Judge says White House may have to include sign language interpretation at coronavirus briefings

US President Donald Trump, flanked by (from R) Response coordinator for White House Coronavirus Task Force Deborah Birx, US Treasury Secretary Steven Mnuchin, US Vice President Mike Pence and Director of the National Institute of Allergy and Infectious Diseases Anthony Fauci, speaks during the daily briefing on the novel coronavirus, COVID-19, in the Brady Briefing Room at the White House on March 25, 2020, in Washington, DC. By Veronica Stracqualursi, CNN

(CNN) -- A federal judge ruled this week that the White House may have to provide American Sign Language interpretation at its televised news briefings on the coronavirus pandemic, in response to a lawsuit brought by the National Association of the Deaf and five deaf Americans.

The order is pending the court's determination on how to implement it and whether it's practical to do so. A hearing has been set for next Thursday.

According to court documents, since March, President Donald Trump and the coronavirus task force have not been seen with an ASL interpreter while addressing the American people during the pandemic, though the Trump administration has used interpreters in past briefings, including for hurricanes.

In their lawsuit filed last month, the plaintiffs alleged that the lack of live sign language interpretation at White House coronavirus briefings was against the law. They pointed out that governors in all 50 states have provided in-frame ASL interpretation during their public briefings on coronavirus.

The government argued that ASL interpretation isn't needed because the White House already provides other nonauditory ways to get the information from the coronavirus briefings, according to court documents. The White House includes closed captioning on livestreams of the coronavirus task force updates and videos of past briefings uploaded to YouTube, and provides transcripts of the briefings.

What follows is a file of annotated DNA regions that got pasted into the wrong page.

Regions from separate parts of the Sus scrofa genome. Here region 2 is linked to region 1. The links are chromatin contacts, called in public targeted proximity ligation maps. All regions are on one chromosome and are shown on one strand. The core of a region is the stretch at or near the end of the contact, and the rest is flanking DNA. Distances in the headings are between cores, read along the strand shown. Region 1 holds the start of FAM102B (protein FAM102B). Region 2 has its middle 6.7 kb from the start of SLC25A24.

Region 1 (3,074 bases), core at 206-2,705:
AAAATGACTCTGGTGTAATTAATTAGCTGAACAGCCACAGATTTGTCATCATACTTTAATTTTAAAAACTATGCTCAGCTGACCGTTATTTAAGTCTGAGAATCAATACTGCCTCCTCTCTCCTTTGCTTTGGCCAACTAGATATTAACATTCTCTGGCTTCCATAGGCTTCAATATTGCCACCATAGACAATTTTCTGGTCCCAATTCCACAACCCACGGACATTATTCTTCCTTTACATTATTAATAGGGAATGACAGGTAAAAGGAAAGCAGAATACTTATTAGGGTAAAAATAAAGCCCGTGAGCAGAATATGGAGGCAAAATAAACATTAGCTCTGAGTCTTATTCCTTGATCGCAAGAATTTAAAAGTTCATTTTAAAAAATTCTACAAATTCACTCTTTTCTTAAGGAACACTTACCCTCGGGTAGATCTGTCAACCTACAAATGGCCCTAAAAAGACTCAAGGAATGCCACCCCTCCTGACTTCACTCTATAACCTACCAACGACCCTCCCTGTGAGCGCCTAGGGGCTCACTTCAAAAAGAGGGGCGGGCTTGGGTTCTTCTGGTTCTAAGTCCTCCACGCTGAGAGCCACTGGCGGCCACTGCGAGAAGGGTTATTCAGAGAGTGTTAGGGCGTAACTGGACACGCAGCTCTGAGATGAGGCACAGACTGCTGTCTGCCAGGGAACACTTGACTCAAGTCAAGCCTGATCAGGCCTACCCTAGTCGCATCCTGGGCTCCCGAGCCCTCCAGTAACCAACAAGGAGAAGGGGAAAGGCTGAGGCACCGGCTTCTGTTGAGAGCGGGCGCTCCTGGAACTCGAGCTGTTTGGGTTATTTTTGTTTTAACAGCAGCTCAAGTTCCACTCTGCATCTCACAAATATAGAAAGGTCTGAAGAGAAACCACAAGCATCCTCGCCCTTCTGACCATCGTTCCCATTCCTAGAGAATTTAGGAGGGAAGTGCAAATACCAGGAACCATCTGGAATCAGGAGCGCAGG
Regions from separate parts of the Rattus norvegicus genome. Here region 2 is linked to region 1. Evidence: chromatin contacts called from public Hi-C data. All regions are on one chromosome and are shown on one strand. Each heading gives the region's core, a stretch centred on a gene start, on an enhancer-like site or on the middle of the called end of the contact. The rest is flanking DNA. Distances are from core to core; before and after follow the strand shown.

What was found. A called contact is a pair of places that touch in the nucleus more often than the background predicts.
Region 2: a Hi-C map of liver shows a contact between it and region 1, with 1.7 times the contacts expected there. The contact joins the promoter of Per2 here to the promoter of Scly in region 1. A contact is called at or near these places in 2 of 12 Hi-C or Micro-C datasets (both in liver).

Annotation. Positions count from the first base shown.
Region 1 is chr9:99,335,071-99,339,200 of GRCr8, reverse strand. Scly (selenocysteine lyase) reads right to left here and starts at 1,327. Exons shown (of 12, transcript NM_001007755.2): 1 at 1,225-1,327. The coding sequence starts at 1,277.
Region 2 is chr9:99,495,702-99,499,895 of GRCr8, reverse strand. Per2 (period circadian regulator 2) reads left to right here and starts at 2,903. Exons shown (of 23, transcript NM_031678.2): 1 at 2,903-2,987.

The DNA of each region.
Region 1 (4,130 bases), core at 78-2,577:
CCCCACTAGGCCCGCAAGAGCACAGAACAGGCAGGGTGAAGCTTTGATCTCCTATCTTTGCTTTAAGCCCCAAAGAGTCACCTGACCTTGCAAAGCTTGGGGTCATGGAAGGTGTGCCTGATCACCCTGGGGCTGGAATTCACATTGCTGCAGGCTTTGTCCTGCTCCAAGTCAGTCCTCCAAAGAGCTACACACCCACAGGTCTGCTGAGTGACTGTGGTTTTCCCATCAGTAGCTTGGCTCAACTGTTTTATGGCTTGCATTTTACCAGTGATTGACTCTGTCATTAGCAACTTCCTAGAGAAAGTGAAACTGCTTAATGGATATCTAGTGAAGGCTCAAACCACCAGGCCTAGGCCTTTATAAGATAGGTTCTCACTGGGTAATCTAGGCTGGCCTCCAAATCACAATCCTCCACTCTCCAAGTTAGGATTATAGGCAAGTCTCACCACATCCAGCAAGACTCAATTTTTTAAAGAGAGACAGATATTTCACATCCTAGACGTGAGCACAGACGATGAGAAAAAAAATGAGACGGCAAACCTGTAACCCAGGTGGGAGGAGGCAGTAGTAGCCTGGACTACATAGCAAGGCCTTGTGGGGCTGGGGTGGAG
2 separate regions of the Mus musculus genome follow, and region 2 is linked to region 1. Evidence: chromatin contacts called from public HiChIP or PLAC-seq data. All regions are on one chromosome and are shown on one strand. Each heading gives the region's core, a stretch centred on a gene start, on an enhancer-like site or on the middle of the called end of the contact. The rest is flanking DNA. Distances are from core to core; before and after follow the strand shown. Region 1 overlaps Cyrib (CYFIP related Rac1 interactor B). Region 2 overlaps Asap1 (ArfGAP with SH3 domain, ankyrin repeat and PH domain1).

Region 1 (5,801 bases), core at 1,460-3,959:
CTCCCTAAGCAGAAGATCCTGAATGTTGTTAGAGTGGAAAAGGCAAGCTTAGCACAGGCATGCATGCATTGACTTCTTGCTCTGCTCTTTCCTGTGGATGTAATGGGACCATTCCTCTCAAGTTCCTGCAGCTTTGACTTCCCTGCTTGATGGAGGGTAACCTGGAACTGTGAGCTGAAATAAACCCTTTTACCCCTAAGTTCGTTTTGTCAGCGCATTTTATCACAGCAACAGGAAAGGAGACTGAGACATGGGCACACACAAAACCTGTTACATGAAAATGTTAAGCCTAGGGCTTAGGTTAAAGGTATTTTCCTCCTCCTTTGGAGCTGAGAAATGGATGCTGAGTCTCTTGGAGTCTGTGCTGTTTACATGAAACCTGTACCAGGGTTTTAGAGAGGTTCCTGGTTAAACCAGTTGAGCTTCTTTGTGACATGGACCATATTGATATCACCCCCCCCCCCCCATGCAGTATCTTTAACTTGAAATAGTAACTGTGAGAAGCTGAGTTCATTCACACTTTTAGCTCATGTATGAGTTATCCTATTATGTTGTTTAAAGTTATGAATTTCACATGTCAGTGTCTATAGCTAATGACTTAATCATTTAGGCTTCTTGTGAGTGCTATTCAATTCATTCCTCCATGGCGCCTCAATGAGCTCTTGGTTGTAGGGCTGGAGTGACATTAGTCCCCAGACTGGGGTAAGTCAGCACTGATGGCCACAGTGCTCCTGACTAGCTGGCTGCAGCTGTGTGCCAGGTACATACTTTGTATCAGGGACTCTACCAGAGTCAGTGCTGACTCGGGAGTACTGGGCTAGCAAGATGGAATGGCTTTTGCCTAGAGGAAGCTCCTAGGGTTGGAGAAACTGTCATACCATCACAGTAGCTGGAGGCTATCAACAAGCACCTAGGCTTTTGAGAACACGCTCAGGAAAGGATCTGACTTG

Plaintiffs said written English "is not an effective means of communication" for deaf individuals, whose primary language is ASL -- "particularly for complex and important topics such as COVID-19 and related issue[s] of public health."

"Closed captioning and transcripts may constitute a reasonable accommodation under some circumstances, but not here," Judge James Boasberg of the DC District Court wrote in his opinion.

Boasberg also wrote that the defendants "at no point" said providing an interpreter would be too burdensome.

The judge agreed with the plaintiffs that it's "in the public interest for them to receive up-to-date information during the pandemic ... particularly given the rapidly evolving science on the nature of the virus's spread."

The White House declined to comment on the record about the ruling. CNN has reached out to the National Association of the Deaf for comment.

The US Census Bureau estimates that about 11.5 million Americans have some degree of hearing loss.

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